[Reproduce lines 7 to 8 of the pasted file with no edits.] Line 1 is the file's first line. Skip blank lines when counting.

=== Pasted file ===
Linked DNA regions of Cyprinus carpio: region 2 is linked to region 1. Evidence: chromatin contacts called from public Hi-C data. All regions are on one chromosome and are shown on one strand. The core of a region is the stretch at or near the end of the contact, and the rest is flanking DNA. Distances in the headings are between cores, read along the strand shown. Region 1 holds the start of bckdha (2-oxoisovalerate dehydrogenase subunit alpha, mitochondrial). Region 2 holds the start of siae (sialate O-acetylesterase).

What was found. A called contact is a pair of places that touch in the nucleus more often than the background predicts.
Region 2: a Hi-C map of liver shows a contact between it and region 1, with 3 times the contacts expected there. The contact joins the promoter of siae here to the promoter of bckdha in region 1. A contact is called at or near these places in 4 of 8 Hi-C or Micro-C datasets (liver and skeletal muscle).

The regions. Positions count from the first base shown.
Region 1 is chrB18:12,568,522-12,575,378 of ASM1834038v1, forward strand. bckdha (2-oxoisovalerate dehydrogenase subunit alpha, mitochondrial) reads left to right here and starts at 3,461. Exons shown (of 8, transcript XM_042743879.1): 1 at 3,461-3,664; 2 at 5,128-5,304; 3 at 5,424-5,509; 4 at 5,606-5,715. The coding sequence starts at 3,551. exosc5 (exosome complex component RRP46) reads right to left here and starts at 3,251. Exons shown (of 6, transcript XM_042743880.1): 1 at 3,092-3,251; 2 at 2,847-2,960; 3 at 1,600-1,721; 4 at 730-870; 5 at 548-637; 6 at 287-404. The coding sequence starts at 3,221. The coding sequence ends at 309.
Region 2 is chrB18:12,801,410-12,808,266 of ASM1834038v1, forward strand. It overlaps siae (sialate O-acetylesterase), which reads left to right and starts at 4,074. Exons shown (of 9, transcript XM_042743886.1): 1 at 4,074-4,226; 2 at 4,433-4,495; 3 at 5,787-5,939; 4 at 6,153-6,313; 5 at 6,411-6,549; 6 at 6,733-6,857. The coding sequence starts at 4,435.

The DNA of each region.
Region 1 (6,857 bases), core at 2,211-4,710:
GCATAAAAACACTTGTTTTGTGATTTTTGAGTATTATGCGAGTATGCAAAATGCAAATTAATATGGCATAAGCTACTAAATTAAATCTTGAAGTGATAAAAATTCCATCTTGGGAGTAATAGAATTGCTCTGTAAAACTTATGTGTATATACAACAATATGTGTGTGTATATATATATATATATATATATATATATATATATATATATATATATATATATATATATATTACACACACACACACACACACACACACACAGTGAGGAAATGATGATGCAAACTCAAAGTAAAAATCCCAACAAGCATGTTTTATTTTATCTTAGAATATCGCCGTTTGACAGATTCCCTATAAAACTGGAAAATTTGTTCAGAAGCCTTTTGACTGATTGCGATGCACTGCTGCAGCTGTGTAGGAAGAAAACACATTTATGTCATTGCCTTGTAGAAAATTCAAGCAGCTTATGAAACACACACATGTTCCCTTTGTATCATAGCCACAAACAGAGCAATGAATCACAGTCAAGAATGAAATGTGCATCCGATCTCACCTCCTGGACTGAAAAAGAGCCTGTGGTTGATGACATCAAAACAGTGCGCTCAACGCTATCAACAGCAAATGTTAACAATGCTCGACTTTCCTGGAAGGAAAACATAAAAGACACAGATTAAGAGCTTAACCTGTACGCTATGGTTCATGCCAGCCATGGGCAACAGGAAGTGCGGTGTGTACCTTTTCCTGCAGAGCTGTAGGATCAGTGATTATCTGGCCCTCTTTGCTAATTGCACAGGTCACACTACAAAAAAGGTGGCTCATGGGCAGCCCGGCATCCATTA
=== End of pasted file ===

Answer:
The DNA of each region.
Region 1 (6,857 bases), core at 2,211-4,710: